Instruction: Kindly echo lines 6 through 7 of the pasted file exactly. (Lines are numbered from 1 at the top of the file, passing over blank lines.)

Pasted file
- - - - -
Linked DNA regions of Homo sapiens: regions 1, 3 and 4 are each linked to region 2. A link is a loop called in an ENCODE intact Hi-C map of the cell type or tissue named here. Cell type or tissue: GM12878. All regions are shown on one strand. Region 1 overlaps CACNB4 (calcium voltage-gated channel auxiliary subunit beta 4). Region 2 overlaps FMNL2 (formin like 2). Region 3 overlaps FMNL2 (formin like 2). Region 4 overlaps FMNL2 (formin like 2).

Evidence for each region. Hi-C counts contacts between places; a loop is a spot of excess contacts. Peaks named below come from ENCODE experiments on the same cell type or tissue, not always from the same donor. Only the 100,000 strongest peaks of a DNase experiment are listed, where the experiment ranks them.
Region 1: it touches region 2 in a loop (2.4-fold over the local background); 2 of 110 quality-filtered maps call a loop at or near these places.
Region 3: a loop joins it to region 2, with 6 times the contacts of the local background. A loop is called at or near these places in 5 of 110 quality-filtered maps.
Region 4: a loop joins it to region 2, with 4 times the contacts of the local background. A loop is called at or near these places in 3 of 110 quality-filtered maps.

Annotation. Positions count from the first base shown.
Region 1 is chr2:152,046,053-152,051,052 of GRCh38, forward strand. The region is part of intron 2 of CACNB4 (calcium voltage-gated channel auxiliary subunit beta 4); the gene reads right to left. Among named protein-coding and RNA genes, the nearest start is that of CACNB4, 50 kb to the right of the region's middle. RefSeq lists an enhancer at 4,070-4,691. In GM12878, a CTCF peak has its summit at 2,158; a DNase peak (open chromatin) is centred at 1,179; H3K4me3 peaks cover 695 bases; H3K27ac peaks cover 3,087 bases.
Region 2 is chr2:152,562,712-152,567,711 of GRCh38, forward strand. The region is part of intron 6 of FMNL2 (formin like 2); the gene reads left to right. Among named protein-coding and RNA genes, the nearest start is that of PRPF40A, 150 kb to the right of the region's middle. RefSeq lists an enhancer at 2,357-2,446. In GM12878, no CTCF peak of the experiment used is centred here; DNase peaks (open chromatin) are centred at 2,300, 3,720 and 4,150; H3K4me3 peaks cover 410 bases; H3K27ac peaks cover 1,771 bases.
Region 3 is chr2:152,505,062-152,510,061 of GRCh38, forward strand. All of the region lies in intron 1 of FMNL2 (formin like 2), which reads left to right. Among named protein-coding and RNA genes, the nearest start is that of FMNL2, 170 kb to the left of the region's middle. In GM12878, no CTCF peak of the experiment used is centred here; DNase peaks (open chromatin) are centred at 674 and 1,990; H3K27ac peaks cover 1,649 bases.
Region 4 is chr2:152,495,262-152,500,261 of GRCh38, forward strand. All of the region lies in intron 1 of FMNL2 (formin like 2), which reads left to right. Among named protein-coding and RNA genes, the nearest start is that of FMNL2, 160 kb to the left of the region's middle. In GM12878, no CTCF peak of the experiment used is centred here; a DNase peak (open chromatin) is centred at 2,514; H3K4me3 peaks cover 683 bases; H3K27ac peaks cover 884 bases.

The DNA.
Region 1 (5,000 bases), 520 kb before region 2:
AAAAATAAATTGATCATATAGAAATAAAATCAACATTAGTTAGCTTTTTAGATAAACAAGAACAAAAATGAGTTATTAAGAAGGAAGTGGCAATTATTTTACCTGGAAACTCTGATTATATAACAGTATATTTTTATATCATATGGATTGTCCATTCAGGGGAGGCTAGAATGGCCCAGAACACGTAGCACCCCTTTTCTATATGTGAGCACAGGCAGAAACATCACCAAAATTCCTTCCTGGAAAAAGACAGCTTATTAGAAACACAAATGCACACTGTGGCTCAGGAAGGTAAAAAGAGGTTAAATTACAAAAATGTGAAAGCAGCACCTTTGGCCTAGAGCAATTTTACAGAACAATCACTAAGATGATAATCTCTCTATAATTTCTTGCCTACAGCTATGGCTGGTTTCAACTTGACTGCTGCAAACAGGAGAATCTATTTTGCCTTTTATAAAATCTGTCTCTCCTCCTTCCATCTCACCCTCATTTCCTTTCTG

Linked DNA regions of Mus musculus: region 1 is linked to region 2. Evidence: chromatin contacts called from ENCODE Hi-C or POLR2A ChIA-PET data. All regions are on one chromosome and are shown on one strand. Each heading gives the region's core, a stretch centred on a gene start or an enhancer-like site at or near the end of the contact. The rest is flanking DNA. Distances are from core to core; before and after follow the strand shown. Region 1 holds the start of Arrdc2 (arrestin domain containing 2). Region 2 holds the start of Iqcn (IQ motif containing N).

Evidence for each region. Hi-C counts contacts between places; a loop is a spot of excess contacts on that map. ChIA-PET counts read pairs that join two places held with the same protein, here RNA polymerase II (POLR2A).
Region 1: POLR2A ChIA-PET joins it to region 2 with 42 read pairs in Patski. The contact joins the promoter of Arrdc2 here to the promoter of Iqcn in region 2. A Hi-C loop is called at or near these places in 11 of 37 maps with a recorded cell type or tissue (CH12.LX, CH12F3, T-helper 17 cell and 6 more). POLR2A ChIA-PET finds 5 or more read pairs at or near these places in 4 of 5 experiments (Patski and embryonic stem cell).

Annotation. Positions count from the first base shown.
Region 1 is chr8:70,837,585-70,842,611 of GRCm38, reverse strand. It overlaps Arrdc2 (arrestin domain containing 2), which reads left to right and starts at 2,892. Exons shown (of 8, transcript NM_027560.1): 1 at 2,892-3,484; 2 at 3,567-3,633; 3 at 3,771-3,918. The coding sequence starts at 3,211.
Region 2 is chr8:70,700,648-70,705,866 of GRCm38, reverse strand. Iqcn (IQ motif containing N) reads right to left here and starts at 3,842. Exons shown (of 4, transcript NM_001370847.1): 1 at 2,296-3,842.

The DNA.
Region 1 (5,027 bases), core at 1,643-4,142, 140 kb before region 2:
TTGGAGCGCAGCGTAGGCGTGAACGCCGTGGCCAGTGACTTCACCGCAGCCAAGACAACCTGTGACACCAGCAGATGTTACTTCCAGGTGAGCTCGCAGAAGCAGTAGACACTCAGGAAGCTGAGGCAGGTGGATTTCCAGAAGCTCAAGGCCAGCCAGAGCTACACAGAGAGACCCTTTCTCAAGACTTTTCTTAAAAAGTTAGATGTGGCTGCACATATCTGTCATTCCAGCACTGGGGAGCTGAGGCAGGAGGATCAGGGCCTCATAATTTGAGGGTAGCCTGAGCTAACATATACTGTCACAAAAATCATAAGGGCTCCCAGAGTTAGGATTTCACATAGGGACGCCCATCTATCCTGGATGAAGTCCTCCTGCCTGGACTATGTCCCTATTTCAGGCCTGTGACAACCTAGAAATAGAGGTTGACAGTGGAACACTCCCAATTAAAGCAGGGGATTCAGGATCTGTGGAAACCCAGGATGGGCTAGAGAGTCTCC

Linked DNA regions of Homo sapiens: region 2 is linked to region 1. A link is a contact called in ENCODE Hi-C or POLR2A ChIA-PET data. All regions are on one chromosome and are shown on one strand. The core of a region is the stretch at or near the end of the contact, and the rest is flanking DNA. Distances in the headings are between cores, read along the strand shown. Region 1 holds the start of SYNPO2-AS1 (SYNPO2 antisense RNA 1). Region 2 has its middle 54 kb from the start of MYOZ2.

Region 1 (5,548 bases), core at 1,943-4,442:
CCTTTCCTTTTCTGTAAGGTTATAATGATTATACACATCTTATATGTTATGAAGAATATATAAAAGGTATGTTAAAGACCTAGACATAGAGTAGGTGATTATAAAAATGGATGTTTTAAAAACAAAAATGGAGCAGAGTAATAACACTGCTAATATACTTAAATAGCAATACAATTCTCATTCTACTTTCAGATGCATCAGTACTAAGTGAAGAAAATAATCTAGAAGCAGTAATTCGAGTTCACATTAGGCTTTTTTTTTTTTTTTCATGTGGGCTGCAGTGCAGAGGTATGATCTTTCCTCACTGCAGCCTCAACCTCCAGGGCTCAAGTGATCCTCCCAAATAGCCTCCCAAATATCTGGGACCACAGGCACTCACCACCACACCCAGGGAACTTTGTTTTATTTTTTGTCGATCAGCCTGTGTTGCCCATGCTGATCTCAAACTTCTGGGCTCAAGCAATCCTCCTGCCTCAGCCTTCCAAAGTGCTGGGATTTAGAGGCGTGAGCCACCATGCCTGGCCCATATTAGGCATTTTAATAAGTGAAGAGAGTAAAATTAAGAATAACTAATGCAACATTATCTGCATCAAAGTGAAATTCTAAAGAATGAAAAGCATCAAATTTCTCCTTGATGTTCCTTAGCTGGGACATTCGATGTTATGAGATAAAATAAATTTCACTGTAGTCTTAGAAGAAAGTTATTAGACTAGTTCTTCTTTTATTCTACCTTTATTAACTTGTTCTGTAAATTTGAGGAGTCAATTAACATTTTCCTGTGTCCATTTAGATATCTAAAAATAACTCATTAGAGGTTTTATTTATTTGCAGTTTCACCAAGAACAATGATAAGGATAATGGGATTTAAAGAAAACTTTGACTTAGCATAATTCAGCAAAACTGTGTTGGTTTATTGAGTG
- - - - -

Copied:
Annotation. Positions count from the first base shown.
Region 1 is chr2:152,046,053-152,051,052 of GRCh38, forward strand. The region is part of intron 2 of CACNB4 (calcium voltage-gated channel auxiliary subunit beta 4); the gene reads right to left. Among named protein-coding and RNA genes, the nearest start is that of CACNB4, 50 kb to the right of the region's middle. RefSeq lists an enhancer at 4,070-4,691. In GM12878, a CTCF peak has its summit at 2,158; a DNase peak (open chromatin) is centred at 1,179; H3K4me3 peaks cover 695 bases; H3K27ac peaks cover 3,087 bases.